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i need to write a socket server using perl which will run on a 64bit linux (2.6x kernel). Is there a library to support IO Completion Ports and some equivalent on Linux?

I need to listen to multiple ports. 8000-8100 is there a smart way doing this?

The protocol has to use a length byte.

What threading library do you recommend? I have written something similar on Windows using a cooperative multitasking based threadscheduler. i mean i want to avoid creating for each socket a thread to handle more than 10.000 simultaneous conenctions.

thanks in advance.

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i found this nice article, but it seems to be a bit outdated. kegel.com/c10k.html –  NickD Jul 13 '10 at 10:35

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up vote 5 down vote accepted

Threading in Perl is generally not adviced.

Instead, for high performance, you should consider looking into non blocking or event driven programming.

With regular sockets, your process blocks every IO operation, i.e reading from a socket that isn't ready will put your process to sleep until data is available. with non blocking/event driven you poll the sockets and get callbacks when the sockets are ready to be read from or written to, so a single process can multiplex on many sockets, thus providing good scalable performance since you don't need to fork new processes to handle more clients.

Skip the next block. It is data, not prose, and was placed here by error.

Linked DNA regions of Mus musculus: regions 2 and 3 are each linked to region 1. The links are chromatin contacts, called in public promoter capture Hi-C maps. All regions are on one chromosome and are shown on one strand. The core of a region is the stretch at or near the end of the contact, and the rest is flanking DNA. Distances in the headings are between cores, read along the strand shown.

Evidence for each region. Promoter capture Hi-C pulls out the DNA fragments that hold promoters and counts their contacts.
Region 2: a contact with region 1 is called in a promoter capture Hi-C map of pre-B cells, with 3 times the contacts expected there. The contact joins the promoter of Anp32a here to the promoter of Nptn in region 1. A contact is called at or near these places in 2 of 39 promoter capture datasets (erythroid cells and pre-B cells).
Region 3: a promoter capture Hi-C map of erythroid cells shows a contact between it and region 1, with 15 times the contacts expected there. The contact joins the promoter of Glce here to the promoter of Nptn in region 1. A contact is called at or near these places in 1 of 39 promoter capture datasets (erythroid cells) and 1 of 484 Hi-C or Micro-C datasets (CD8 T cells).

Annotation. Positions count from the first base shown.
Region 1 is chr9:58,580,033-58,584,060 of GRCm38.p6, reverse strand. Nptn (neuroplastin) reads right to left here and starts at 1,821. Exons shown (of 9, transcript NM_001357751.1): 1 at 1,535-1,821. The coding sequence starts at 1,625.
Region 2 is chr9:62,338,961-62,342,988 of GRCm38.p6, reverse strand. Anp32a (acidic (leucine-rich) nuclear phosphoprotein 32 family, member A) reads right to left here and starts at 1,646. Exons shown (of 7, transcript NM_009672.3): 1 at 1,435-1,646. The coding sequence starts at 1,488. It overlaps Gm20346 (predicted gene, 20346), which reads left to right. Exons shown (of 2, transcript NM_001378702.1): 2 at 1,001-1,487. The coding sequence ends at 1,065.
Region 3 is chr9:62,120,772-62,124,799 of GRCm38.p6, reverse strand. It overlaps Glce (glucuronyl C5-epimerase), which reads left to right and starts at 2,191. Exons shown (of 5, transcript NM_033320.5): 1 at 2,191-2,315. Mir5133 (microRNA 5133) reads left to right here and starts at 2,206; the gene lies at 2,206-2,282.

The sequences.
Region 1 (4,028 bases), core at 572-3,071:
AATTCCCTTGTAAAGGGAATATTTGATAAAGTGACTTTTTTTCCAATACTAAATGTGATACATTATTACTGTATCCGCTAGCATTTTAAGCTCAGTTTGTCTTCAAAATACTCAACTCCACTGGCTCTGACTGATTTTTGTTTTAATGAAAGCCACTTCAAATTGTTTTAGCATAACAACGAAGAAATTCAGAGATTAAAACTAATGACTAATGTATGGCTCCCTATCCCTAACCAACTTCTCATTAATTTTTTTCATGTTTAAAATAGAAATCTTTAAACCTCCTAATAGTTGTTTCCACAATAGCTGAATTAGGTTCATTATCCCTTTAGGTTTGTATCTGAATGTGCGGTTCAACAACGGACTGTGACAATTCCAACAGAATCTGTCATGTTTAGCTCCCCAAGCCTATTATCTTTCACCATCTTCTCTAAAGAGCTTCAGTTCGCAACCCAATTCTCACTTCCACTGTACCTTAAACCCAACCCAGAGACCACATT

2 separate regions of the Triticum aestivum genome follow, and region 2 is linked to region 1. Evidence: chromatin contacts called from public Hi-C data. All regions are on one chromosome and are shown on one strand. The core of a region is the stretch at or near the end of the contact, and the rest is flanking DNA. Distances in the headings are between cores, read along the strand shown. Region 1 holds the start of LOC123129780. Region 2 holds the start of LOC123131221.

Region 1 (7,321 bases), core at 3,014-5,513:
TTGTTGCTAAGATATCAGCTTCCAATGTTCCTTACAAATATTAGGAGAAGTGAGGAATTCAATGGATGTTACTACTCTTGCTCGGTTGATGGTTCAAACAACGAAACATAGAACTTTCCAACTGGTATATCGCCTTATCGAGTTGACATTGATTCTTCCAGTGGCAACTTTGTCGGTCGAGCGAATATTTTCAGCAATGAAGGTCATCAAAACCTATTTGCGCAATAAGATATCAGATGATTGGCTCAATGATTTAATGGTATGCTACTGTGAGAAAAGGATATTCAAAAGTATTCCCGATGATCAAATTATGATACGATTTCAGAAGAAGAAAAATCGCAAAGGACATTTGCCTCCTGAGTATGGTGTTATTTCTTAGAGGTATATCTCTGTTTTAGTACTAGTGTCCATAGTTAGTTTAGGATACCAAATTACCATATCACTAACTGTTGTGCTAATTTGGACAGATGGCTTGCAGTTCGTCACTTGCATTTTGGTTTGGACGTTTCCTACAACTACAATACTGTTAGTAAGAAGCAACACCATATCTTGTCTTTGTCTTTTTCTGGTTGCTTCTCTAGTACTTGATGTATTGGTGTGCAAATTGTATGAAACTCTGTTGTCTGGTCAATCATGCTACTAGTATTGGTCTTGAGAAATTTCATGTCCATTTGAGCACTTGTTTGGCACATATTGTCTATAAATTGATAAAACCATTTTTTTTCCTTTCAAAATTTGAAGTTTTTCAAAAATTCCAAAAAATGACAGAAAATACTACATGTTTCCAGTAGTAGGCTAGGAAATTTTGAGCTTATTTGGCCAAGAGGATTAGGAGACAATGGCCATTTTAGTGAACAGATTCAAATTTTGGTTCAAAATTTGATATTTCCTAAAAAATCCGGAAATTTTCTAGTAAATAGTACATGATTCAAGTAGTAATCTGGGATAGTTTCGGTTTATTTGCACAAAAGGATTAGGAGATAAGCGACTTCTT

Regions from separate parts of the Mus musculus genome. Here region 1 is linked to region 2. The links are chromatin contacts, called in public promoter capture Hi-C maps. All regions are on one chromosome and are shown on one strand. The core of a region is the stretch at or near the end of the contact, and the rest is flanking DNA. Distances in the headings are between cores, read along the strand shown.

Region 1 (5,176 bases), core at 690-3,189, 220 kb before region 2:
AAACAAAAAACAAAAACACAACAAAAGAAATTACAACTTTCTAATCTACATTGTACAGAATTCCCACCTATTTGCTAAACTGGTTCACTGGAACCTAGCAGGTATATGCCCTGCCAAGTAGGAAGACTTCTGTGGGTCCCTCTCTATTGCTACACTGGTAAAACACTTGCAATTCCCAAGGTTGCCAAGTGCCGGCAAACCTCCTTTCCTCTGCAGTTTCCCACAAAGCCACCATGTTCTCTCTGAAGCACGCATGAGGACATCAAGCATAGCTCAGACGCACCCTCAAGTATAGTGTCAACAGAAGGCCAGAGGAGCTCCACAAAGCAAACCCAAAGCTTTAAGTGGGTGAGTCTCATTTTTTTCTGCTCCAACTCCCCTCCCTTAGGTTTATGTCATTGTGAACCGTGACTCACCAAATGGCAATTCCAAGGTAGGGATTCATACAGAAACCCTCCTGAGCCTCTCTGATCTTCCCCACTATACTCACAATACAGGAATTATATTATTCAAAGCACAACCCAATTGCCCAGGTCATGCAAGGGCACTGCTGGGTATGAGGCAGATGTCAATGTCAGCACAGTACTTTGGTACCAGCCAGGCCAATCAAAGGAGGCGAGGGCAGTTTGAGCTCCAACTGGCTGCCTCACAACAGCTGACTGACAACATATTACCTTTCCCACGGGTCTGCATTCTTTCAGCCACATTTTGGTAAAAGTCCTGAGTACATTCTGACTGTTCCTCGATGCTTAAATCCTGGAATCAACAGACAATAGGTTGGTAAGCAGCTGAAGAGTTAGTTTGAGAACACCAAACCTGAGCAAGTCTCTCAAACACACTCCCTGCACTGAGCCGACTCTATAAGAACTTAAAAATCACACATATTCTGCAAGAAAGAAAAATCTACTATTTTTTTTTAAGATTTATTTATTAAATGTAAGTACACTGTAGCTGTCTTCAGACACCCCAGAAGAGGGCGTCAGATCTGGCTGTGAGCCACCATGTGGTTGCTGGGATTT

There are many good event based frameworks in Perl, e.g POE and AnyEvent POE is a specific event loop with lots of modules and features and AnyEvent is an abstraction layer that lets you use multiple event loops in the same code.

You should also look into libev which is similar to POE but with a lot less overhead.

Writing event driven code is somewhat tricky at first, since you need to be careful with the blocking code you do have, e.g cpu intensive operation, or using libraries which aren't non blocking. because since you have only one process, if it's busy doing something, it can't do anything else - like poll on the sockets and issue callbacks.

So, if you need both non blocking and intensive computations, one way to do it is to create worker forks and use non blocking pipes to communicate between them and your event loop, which is really straight forward with the above libraries.

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"Writing event driven code is somewhat tricky at first" - You forgot the magic words "Finite State Machine". +1 for the POE. –  Dummy00001 Jul 13 '10 at 12:50

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